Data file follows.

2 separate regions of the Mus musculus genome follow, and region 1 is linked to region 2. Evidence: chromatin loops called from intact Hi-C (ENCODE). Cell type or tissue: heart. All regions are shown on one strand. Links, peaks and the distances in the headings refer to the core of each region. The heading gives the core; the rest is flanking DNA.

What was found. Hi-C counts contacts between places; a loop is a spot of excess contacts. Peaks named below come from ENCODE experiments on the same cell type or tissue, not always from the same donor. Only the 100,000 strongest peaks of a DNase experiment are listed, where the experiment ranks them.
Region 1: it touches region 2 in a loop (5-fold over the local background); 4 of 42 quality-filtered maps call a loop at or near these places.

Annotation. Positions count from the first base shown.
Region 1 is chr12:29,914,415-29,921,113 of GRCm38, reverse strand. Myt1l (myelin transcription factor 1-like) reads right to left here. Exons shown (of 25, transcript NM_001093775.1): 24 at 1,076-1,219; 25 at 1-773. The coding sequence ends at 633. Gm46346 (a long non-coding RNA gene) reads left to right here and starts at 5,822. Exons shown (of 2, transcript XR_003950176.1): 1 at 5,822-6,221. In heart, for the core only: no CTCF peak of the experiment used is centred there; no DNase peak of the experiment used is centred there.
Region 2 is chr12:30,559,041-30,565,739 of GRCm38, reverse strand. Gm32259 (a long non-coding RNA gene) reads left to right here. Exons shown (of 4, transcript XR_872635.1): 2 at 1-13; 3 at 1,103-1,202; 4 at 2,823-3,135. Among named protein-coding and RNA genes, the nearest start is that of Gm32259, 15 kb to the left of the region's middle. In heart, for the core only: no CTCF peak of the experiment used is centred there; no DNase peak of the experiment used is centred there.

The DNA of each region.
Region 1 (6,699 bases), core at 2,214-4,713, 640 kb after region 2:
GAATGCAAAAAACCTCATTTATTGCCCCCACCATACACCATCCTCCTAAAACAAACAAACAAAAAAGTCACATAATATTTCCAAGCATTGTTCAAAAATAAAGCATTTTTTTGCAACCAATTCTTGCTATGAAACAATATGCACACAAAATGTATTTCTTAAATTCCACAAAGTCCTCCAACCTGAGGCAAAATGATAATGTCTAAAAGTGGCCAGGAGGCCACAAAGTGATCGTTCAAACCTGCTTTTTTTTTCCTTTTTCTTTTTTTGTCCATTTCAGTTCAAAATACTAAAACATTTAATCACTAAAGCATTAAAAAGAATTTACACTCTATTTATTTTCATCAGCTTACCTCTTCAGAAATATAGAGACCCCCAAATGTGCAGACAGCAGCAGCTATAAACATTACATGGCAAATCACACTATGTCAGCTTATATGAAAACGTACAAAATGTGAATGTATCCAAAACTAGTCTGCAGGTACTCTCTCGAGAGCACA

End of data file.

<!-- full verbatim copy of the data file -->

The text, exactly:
2 separate regions of the Mus musculus genome follow, and region 1 is linked to region 2. Evidence: chromatin loops called from intact Hi-C (ENCODE). Cell type or tissue: heart. All regions are shown on one strand. Links, peaks and the distances in the headings refer to the core of each region. The heading gives the core; the rest is flanking DNA.

What was found. Hi-C counts contacts between places; a loop is a spot of excess contacts. Peaks named below come from ENCODE experiments on the same cell type or tissue, not always from the same donor. Only the 100,000 strongest peaks of a DNase experiment are listed, where the experiment ranks them.
Region 1: it touches region 2 in a loop (5-fold over the local background); 4 of 42 quality-filtered maps call a loop at or near these places.

Annotation. Positions count from the first base shown.
Region 1 is chr12:29,914,415-29,921,113 of GRCm38, reverse strand. Myt1l (myelin transcription factor 1-like) reads right to left here. Exons shown (of 25, transcript NM_001093775.1): 24 at 1,076-1,219; 25 at 1-773. The coding sequence ends at 633. Gm46346 (a long non-coding RNA gene) reads left to right here and starts at 5,822. Exons shown (of 2, transcript XR_003950176.1): 1 at 5,822-6,221. In heart, for the core only: no CTCF peak of the experiment used is centred there; no DNase peak of the experiment used is centred there.
Region 2 is chr12:30,559,041-30,565,739 of GRCm38, reverse strand. Gm32259 (a long non-coding RNA gene) reads left to right here. Exons shown (of 4, transcript XR_872635.1): 2 at 1-13; 3 at 1,103-1,202; 4 at 2,823-3,135. Among named protein-coding and RNA genes, the nearest start is that of Gm32259, 15 kb to the left of the region's middle. In heart, for the core only: no CTCF peak of the experiment used is centred there; no DNase peak of the experiment used is centred there.

The DNA of each region.
Region 1 (6,699 bases), core at 2,214-4,713, 640 kb after region 2:
GAATGCAAAAAACCTCATTTATTGCCCCCACCATACACCATCCTCCTAAAACAAACAAACAAAAAAGTCACATAATATTTCCAAGCATTGTTCAAAAATAAAGCATTTTTTTGCAACCAATTCTTGCTATGAAACAATATGCACACAAAATGTATTTCTTAAATTCCACAAAGTCCTCCAACCTGAGGCAAAATGATAATGTCTAAAAGTGGCCAGGAGGCCACAAAGTGATCGTTCAAACCTGCTTTTTTTTTCCTTTTTCTTTTTTTGTCCATTTCAGTTCAAAATACTAAAACATTTAATCACTAAAGCATTAAAAAGAATTTACACTCTATTTATTTTCATCAGCTTACCTCTTCAGAAATATAGAGACCCCCAAATGTGCAGACAGCAGCAGCTATAAACATTACATGGCAAATCACACTATGTCAGCTTATATGAAAACGTACAAAATGTGAATGTATCCAAAACTAGTCTGCAGGTACTCTCTCGAGAGCACA